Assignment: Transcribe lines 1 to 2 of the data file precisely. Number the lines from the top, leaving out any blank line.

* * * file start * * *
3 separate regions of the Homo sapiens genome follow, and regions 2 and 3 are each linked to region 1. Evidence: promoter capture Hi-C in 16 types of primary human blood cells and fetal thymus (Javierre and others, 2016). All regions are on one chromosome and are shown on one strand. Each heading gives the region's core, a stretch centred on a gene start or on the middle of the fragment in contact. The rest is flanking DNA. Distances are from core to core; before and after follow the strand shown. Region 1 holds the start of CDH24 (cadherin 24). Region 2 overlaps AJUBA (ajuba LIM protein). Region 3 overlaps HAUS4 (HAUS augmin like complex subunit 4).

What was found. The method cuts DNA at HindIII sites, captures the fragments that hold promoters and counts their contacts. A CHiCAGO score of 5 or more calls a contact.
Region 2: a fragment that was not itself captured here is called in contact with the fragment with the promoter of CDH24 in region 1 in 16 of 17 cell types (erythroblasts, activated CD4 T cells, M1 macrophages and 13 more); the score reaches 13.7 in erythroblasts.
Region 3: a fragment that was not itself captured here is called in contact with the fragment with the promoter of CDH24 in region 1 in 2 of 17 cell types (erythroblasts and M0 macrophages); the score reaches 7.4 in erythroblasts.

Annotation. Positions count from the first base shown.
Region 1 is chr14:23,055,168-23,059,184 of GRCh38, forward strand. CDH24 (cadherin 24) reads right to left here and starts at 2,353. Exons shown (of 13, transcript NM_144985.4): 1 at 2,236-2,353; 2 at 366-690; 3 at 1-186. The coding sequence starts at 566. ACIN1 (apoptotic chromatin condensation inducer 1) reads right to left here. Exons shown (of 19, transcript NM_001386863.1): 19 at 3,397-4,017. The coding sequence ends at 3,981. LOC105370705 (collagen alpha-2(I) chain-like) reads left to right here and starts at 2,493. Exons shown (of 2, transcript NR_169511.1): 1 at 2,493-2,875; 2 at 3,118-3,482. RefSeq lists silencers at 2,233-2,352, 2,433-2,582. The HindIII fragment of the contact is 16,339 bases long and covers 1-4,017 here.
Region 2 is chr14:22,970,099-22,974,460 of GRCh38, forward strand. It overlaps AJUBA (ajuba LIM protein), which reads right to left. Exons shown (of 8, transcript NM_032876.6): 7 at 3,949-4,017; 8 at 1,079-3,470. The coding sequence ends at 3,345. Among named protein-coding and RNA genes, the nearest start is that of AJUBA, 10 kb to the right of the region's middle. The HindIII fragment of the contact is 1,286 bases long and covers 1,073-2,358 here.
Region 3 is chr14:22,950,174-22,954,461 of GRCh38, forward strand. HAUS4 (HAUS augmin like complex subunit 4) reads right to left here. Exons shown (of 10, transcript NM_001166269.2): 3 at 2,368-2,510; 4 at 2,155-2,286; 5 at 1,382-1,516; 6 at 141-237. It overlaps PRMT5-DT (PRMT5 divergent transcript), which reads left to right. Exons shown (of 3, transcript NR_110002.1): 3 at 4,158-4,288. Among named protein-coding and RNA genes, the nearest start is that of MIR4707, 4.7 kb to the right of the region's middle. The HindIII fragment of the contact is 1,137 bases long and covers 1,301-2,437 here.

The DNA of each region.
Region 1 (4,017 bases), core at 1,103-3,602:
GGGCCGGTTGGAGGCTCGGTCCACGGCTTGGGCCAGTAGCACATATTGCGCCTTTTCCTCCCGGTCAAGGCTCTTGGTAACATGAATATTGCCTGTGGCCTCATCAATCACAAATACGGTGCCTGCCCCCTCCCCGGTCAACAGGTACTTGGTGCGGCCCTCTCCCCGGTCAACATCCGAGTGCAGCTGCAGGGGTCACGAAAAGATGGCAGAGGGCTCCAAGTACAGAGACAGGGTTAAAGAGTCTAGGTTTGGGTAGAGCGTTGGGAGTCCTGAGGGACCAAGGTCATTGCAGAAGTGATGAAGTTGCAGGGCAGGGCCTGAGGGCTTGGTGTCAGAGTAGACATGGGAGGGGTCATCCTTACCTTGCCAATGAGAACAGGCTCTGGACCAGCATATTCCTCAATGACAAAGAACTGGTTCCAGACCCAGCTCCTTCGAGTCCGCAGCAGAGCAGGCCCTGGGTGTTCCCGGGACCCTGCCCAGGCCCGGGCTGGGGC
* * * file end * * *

3 separate regions of the Homo sapiens genome follow, and regions 2 and 3 are each linked to region 1. Evidence: promoter capture Hi-C in 16 types of primary human blood cells and fetal thymus (Javierre and others, 2016). All regions are on one chromosome and are shown on one strand. Each heading gives the region's core, a stretch centred on a gene start or on the middle of the fragment in contact. The rest is flanking DNA. Distances are from core to core; before and after follow the strand shown. Region 1 holds the start of CDH24 (cadherin 24). Region 2 overlaps AJUBA (ajuba LIM protein). Region 3 overlaps HAUS4 (HAUS augmin like complex subunit 4).

What was found. The method cuts DNA at HindIII sites, captures the fragments that hold promoters and counts their contacts. A CHiCAGO score of 5 or more calls a contact.